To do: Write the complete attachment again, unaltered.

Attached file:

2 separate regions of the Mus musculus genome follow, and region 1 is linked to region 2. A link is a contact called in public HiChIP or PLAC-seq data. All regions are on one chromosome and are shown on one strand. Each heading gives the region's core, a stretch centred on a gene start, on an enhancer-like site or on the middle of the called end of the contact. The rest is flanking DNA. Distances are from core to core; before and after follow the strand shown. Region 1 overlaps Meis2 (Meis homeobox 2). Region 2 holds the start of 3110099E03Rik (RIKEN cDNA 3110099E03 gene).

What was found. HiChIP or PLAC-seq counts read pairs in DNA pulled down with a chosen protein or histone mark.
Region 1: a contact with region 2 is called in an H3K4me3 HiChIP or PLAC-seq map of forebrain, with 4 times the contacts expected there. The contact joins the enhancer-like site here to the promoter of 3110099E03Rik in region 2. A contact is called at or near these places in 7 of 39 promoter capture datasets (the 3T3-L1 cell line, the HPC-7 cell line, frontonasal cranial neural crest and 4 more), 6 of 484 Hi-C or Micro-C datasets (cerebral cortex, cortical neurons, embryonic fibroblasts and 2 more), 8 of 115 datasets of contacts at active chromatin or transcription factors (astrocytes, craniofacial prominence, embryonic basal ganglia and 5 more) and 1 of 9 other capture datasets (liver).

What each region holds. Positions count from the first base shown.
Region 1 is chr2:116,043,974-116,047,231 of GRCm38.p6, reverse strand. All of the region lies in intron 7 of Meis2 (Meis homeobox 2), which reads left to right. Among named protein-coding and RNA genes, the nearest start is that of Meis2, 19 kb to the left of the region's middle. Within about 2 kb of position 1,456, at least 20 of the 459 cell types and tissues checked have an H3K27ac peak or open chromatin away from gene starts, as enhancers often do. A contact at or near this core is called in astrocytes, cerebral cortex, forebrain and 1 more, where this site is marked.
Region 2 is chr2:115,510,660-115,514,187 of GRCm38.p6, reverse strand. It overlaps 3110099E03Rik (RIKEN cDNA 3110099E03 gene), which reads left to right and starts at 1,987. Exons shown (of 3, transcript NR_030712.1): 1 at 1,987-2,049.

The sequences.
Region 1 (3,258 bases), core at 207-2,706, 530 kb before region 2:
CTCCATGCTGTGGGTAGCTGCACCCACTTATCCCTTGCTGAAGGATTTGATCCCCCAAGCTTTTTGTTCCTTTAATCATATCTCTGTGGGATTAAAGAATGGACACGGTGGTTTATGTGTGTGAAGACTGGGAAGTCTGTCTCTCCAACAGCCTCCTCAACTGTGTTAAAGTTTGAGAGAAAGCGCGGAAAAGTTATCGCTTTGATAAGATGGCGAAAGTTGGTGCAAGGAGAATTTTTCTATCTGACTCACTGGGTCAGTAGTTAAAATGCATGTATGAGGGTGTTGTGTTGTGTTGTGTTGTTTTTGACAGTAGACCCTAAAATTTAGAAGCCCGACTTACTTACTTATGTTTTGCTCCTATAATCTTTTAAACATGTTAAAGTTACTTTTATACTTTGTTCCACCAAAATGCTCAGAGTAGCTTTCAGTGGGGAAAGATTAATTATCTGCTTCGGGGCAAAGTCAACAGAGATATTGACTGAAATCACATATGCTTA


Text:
2 separate regions of the Mus musculus genome follow, and region 1 is linked to region 2. A link is a contact called in public HiChIP or PLAC-seq data. All regions are on one chromosome and are shown on one strand. Each heading gives the region's core, a stretch centred on a gene start, on an enhancer-like site or on the middle of the called end of the contact. The rest is flanking DNA. Distances are from core to core; before and after follow the strand shown. Region 1 overlaps Meis2 (Meis homeobox 2). Region 2 holds the start of 3110099E03Rik (RIKEN cDNA 3110099E03 gene).

What was found. HiChIP or PLAC-seq counts read pairs in DNA pulled down with a chosen protein or histone mark.
Region 1: a contact with region 2 is called in an H3K4me3 HiChIP or PLAC-seq map of forebrain, with 4 times the contacts expected there. The contact joins the enhancer-like site here to the promoter of 3110099E03Rik in region 2. A contact is called at or near these places in 7 of 39 promoter capture datasets (the 3T3-L1 cell line, the HPC-7 cell line, frontonasal cranial neural crest and 4 more), 6 of 484 Hi-C or Micro-C datasets (cerebral cortex, cortical neurons, embryonic fibroblasts and 2 more), 8 of 115 datasets of contacts at active chromatin or transcription factors (astrocytes, craniofacial prominence, embryonic basal ganglia and 5 more) and 1 of 9 other capture datasets (liver).

What each region holds. Positions count from the first base shown.
Region 1 is chr2:116,043,974-116,047,231 of GRCm38.p6, reverse strand. All of the region lies in intron 7 of Meis2 (Meis homeobox 2), which reads left to right. Among named protein-coding and RNA genes, the nearest start is that of Meis2, 19 kb to the left of the region's middle. Within about 2 kb of position 1,456, at least 20 of the 459 cell types and tissues checked have an H3K27ac peak or open chromatin away from gene starts, as enhancers often do. A contact at or near this core is called in astrocytes, cerebral cortex, forebrain and 1 more, where this site is marked.
Region 2 is chr2:115,510,660-115,514,187 of GRCm38.p6, reverse strand. It overlaps 3110099E03Rik (RIKEN cDNA 3110099E03 gene), which reads left to right and starts at 1,987. Exons shown (of 3, transcript NR_030712.1): 1 at 1,987-2,049.

The sequences.
Region 1 (3,258 bases), core at 207-2,706, 530 kb before region 2:
CTCCATGCTGTGGGTAGCTGCACCCACTTATCCCTTGCTGAAGGATTTGATCCCCCAAGCTTTTTGTTCCTTTAATCATATCTCTGTGGGATTAAAGAATGGACACGGTGGTTTATGTGTGTGAAGACTGGGAAGTCTGTCTCTCCAACAGCCTCCTCAACTGTGTTAAAGTTTGAGAGAAAGCGCGGAAAAGTTATCGCTTTGATAAGATGGCGAAAGTTGGTGCAAGGAGAATTTTTCTATCTGACTCACTGGGTCAGTAGTTAAAATGCATGTATGAGGGTGTTGTGTTGTGTTGTGTTGTTTTTGACAGTAGACCCTAAAATTTAGAAGCCCGACTTACTTACTTATGTTTTGCTCCTATAATCTTTTAAACATGTTAAAGTTACTTTTATACTTTGTTCCACCAAAATGCTCAGAGTAGCTTTCAGTGGGGAAAGATTAATTATCTGCTTCGGGGCAAAGTCAACAGAGATATTGACTGAAATCACATATGCTTA